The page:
Can hydrogen be produced from water?
Efficiently mass-producing hydrogen from water is closer to becoming a reality thanks to Oregon State University College of Engineering researchers and collaborators at Cornell University and the Argonne National Laboratory.
The scientists used advanced experimental tools to forge a clearer understanding of an electrochemical catalytic process that's cleaner and more sustainable than deriving hydrogen from natural gas.
Findings were published today in Science Advances.
Hydrogen is found in a wide range of compounds on Earth, most commonly combining with oxygen to make water, and it has many scientific, industrial and energy-related roles. It also occurs in the form of hydrocarbons, compounds consisting of hydrogen and carbon such as methane, the primary component of natural gas.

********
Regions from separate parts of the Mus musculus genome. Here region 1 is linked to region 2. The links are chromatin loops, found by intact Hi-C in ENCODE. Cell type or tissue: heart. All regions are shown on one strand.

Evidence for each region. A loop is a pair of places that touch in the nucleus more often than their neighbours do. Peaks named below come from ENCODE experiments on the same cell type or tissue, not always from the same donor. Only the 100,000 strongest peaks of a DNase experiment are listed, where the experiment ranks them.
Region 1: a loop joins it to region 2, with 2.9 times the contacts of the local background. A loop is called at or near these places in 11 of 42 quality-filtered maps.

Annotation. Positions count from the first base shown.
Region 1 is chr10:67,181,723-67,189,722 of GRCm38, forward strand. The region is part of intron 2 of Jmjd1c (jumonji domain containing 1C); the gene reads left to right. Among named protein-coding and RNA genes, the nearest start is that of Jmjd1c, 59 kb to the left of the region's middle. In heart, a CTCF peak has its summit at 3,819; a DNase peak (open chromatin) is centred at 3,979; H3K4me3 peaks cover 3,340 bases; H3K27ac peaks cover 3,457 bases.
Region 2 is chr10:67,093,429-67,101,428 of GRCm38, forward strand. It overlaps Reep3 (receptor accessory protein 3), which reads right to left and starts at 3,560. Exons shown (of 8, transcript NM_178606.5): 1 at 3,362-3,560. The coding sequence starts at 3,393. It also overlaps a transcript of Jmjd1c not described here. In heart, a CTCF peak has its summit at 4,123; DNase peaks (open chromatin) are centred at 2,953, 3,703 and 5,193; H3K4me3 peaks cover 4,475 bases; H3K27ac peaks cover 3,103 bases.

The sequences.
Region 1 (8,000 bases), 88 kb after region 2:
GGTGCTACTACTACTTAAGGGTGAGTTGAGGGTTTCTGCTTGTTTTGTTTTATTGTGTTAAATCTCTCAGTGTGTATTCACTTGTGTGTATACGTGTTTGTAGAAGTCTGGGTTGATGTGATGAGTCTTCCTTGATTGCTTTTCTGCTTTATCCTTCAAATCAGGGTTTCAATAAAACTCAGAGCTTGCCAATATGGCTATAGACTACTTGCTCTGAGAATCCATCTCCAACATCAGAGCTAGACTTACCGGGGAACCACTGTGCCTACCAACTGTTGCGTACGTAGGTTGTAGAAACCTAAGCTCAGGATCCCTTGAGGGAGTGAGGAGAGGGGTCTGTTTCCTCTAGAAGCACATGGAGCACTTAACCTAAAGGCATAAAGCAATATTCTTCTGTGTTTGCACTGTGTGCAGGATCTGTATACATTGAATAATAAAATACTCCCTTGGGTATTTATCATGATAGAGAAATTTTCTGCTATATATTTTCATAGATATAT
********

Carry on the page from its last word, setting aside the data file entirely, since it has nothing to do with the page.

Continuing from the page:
"The production of hydrogen is important for many aspects of our life, such as fuel cells for cars and the manufacture of many useful chemicals such as ammonia," said Oregon State's Zhenxing Feng, a chemical engineering professor who led the study. "It's also used in the refining of metals, for producing human-made materials such as plastics and for a range of other purposes."
According to the Department of Energy, the United States produces most of its hydrogen from a methane sourc
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